From a marketing perspective, good web design equals usability plus persuasion. It’s about how users behave versus how we’d like them to behave.
Jacob Nielsen has been called the smartest man on the web. He holds 79 U.S. Patents in the area of usability in web interface design. When he speaks the online community listens.
His 10 Heuristics of User Interface Design are widely regarded as the holy grail when it comes to understanding how people interact with machines and are used to perform usability audits world-wide.
A website Usability Audit tests the usability, efficiency and effectiveness of a website by checking it against Neilsen’s 10 heuristics (rules of thumb). Read on for an explanation of each usability heuristic:
1. Visibility of System Status
The user should always know what is happening, when it’s happening and understand it intuitively.
For example: If something is loading, display a loading icon, or show a progress bar if the user is working through a process like filling out a survey.
2. Match Between System and the Real World
Speak to the user in plain English (if that’s what they speak). Don’t use any unnecessary jargon, they won’t be impressed, they can go elsewhere in a click to get what they need.
Organise information as it would be in the real world, think logically. This will make your site feel familiar and comfortable.
3. User Control and Freedom
Web users are used to navigating around the web unrestricted. They often navigate to pages or functions by accident and expect to return to where they were immediately. The user must feel in control or they will leave the site at the slightest sign of difficulty.
Provide a clear back-arrow as a form of emergency exit and support undo and redo functions.
4. Consistency and Standards
Yours isn’t the first website your users have visited. Follow standard practice where possible.
Creative, beautifully designed buttons for ‘play’, ‘next’ and ’email’ are useless if the user has to think about them for more than a split second. Familiar is best.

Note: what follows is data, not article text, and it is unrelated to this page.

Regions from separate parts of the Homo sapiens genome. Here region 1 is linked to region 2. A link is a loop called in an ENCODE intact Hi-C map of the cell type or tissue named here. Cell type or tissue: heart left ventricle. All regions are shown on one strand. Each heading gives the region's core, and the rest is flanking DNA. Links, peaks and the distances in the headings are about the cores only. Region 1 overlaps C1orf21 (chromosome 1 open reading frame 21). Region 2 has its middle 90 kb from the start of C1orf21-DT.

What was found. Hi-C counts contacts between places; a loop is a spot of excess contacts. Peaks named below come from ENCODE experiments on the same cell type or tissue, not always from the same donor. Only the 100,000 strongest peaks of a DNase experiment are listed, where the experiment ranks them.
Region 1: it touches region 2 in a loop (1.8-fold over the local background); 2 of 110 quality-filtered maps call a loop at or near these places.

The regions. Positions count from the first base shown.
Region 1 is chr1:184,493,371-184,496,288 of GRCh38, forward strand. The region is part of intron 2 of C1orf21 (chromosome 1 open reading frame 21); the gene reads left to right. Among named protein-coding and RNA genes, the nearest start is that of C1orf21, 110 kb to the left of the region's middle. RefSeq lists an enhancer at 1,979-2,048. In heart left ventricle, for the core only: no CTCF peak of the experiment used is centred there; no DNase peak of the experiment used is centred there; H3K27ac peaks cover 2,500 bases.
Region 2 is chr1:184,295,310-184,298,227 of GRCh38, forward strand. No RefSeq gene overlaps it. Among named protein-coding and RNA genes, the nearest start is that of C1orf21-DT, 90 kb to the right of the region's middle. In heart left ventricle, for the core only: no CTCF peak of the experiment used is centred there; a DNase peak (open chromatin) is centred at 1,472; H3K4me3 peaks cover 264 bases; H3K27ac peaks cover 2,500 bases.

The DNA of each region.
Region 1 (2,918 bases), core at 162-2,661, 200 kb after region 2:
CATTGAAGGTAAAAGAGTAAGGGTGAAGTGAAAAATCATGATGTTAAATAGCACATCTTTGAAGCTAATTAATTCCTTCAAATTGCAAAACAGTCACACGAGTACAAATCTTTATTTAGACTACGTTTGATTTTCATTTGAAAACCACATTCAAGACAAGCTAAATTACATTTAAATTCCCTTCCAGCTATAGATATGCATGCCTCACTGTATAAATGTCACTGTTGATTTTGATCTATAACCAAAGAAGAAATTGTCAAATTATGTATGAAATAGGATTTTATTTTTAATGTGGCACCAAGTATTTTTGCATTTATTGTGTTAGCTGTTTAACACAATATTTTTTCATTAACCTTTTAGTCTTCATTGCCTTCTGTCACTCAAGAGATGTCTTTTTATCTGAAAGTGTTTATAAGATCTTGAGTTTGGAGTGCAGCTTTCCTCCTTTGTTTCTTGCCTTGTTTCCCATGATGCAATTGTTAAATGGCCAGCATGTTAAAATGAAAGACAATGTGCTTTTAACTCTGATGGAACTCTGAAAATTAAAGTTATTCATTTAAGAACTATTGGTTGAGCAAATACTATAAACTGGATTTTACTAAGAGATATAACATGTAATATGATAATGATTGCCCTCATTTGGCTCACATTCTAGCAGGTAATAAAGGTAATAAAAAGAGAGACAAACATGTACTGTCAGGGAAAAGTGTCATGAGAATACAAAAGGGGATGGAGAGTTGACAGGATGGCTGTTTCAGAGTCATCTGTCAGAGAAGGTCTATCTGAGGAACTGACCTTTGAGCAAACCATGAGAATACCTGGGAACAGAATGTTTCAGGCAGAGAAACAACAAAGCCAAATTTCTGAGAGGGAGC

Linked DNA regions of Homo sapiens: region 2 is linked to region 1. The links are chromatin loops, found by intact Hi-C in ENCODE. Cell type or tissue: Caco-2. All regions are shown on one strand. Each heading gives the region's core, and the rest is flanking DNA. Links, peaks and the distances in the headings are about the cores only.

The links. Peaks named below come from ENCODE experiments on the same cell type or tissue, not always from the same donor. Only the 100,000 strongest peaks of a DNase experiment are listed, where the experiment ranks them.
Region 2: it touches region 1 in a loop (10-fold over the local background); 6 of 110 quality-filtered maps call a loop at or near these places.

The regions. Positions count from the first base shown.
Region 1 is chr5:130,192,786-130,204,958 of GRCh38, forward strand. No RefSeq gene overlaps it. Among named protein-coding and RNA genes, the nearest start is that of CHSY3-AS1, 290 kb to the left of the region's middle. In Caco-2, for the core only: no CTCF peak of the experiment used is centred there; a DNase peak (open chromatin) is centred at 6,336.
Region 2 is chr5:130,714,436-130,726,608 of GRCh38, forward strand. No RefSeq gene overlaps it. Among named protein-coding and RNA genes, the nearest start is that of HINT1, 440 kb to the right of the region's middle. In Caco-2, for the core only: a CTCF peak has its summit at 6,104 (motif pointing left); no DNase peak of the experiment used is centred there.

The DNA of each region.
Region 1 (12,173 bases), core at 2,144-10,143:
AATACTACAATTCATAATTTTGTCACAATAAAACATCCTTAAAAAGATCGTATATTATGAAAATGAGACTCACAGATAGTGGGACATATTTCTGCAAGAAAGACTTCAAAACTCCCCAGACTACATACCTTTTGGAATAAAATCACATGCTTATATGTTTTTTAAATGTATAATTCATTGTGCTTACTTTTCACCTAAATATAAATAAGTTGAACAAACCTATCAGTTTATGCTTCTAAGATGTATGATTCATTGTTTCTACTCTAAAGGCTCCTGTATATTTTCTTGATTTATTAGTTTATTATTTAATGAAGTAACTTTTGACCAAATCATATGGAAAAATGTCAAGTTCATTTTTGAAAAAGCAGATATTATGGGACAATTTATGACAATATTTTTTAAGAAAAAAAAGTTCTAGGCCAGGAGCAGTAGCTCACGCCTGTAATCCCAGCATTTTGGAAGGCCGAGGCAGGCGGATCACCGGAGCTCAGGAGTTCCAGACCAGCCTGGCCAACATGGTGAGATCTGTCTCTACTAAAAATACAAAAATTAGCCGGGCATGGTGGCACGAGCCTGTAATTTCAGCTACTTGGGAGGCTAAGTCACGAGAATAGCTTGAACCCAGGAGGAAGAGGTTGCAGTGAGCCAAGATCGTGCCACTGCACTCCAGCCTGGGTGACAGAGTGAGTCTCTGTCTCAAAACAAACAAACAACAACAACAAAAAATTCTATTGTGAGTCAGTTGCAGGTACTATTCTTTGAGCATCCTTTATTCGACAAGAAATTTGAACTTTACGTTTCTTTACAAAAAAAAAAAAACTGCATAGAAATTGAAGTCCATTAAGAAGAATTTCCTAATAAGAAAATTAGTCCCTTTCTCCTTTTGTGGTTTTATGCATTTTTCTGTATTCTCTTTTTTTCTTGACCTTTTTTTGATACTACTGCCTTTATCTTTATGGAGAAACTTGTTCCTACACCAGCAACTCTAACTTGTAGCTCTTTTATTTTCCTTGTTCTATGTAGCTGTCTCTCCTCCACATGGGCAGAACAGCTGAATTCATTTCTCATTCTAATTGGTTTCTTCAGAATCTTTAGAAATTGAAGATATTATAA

5. Error Prevention
Ever wondered why a filing cabinet won’t let you open the top two drawers together? It’s to stop it falling over. This form of error prevention is called a poka-yoke.
Preventing a website user from making an error is far better than trying to fix it later.
Insert poka-yokes into your website for fewer frustrated visitors.
For Example: If creating an account password on your site needs 8 spaces, a capital letter and a number – tell the user if they haven’t done this straight away.
Don’t wait for them to fill in the whole form, click submit and then have to go through it all again.
6. Recognition Rather Than Recall
Don’t expect users to retain any special information from your site.
Use obvious icons and prompts he already knows. If he has entered information on a different page that he may need again provide a direct route back.
7. Flexibility and Efficiency of Use
The novice and expert will use your system very differently. Short cuts, or accelerators, help expert users to navigate a website faster.
For example: an experienced user may know exactly where to find what he’s looking for in your information architecture, while the novice may prefer a search function.
This principle is perhaps more clearly explained through keyboard short cuts in a software application like Photoshop or Word. The novice will get along fine using the mouse to point and click, while an expert will use keyboard short cuts to instantly pull up the tools he needs.
8. Aesthetic and Minimalist Design
This is self explanatory. Using too many widgets and buttons on a web page can dilute the users attention, distracting him from from the call to action or successful navigation.
While the website should be visually pleasing, a busy design or background image for example can be distracting.
9. Help Users Recognize, Diagnose, and Recover from Errors
Deliver messages about errors in plain English rather than a code they don’t understand.
For example: If a user enters his whole address on the first address line of a form, the error message should read:
Please enter your address as follows:
Line 1: Street
Line 2: town etc
Again, it is better to avoid this where possible as outlined in heuristic 5.
10. Help and Documentation
As web systems become more advanced, it is less common for a user to need any help or documentation.
However if your site asks the user to perform a complex undertaking (like Dell) or offers a software product (like anti-virus) your user may need further assistance to carry out his task.
The help section should be easy to search and understand and it should open in a separate window. Customer service chat boxes are also becoming very common and fit this heuristic perfectly.
I hope you found the above helpful.
The following video will further explain Nielsen’s 10 Heuristics:
Thank you for reading.